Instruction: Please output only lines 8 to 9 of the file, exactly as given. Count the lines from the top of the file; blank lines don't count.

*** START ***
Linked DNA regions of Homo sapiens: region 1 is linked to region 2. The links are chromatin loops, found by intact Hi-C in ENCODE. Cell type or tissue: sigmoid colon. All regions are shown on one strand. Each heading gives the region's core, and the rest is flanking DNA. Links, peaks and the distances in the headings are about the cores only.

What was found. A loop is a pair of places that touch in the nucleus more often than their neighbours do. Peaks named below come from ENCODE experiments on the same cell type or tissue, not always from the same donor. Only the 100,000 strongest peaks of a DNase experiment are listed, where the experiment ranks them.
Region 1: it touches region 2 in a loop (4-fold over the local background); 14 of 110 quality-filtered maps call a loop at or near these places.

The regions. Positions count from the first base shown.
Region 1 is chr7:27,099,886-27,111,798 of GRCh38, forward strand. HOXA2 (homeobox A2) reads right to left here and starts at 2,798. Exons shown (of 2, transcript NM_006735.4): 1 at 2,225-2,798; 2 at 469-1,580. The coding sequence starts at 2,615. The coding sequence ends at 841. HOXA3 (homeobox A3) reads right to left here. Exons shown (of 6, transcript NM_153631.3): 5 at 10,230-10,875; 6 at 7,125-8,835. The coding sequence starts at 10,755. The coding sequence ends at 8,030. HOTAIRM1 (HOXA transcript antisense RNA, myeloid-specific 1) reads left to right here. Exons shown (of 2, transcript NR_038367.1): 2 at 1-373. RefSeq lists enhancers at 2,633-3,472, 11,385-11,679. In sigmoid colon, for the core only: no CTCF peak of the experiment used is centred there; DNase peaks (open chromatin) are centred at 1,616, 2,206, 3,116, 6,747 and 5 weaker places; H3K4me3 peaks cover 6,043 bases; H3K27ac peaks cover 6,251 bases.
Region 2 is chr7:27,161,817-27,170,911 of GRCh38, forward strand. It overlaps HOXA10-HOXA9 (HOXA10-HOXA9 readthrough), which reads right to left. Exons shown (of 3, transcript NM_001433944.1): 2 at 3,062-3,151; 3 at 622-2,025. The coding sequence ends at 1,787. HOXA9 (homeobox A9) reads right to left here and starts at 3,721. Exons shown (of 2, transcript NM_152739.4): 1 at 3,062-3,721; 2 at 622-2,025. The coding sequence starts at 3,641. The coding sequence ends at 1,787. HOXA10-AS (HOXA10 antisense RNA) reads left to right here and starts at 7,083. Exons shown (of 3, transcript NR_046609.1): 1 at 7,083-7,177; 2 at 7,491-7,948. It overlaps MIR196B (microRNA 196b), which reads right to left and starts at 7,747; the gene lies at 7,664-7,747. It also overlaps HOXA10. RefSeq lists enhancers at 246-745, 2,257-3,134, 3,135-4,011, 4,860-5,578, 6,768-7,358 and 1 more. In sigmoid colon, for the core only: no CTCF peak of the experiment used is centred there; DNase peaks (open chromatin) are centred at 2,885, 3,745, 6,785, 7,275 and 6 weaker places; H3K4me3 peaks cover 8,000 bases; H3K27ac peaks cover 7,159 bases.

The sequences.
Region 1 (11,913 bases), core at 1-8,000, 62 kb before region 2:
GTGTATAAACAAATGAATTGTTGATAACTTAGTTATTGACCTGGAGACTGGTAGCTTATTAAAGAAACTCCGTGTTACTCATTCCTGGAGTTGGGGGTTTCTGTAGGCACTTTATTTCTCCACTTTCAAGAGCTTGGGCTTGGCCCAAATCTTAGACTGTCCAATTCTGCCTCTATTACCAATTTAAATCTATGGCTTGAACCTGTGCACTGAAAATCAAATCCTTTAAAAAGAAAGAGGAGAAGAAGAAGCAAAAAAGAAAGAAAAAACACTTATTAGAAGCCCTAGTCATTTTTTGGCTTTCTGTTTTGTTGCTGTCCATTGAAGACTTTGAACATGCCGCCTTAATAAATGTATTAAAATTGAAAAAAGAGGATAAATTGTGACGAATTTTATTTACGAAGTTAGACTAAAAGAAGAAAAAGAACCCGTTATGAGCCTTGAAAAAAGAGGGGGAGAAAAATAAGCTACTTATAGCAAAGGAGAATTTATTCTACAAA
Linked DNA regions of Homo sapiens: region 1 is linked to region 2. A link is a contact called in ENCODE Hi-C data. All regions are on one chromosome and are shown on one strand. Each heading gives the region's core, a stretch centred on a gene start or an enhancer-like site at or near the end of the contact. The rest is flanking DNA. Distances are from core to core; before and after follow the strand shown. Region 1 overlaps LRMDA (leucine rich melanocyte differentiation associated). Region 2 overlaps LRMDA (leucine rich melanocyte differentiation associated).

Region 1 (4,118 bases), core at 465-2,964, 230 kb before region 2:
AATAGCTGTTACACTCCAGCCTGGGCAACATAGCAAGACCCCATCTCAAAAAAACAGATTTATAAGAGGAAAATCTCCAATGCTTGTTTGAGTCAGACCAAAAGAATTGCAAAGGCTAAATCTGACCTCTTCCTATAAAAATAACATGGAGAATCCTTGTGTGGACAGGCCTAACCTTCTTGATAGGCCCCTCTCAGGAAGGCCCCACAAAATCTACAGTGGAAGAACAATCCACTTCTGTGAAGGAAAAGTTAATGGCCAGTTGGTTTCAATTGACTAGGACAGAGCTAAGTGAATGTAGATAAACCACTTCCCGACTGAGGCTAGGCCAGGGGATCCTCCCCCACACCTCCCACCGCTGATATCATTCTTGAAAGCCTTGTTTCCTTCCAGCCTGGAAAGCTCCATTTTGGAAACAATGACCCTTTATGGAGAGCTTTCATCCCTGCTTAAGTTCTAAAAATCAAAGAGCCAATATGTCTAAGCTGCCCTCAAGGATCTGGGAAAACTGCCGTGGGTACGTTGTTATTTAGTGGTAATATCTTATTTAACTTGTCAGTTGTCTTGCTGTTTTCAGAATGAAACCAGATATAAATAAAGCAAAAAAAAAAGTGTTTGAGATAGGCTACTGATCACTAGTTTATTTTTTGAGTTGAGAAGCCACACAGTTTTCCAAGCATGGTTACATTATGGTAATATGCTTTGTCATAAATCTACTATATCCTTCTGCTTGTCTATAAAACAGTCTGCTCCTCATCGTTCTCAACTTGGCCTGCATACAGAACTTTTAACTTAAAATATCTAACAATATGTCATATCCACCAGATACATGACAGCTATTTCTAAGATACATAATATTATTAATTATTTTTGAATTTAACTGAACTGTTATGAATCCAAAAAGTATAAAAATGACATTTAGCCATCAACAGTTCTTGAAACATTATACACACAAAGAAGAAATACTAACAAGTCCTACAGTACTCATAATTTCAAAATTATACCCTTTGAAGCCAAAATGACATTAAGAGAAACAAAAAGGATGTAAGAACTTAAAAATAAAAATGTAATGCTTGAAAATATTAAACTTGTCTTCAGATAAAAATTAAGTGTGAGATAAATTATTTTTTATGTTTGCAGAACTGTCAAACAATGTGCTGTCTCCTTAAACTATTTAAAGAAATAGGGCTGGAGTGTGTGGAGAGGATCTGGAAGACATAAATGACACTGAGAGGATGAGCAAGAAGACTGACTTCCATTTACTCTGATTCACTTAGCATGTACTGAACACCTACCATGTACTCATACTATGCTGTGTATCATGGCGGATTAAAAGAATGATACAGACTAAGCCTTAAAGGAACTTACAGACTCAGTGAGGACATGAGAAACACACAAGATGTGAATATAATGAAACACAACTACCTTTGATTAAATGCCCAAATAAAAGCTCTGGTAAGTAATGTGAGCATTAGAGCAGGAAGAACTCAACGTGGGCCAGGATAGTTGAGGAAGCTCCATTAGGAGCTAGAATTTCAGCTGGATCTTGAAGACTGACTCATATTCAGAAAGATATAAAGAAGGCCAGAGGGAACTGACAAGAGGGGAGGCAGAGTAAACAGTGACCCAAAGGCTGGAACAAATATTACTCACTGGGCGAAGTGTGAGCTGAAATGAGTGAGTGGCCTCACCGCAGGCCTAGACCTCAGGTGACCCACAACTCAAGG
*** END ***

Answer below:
Region 1 (11,913 bases), core at 1-8,000, 62 kb before region 2:
GTGTATAAACAAATGAATTGTTGATAACTTAGTTATTGACCTGGAGACTGGTAGCTTATTAAAGAAACTCCGTGTTACTCATTCCTGGAGTTGGGGGTTTCTGTAGGCACTTTATTTCTCCACTTTCAAGAGCTTGGGCTTGGCCCAAATCTTAGACTGTCCAATTCTGCCTCTATTACCAATTTAAATCTATGGCTTGAACCTGTGCACTGAAAATCAAATCCTTTAAAAAGAAAGAGGAGAAGAAGAAGCAAAAAAGAAAGAAAAAACACTTATTAGAAGCCCTAGTCATTTTTTGGCTTTCTGTTTTGTTGCTGTCCATTGAAGACTTTGAACATGCCGCCTTAATAAATGTATTAAAATTGAAAAAAGAGGATAAATTGTGACGAATTTTATTTACGAAGTTAGACTAAAAGAAGAAAAAGAACCCGTTATGAGCCTTGAAAAAAGAGGGGGAGAAAAATAAGCTACTTATAGCAAAGGAGAATTTATTCTACAAA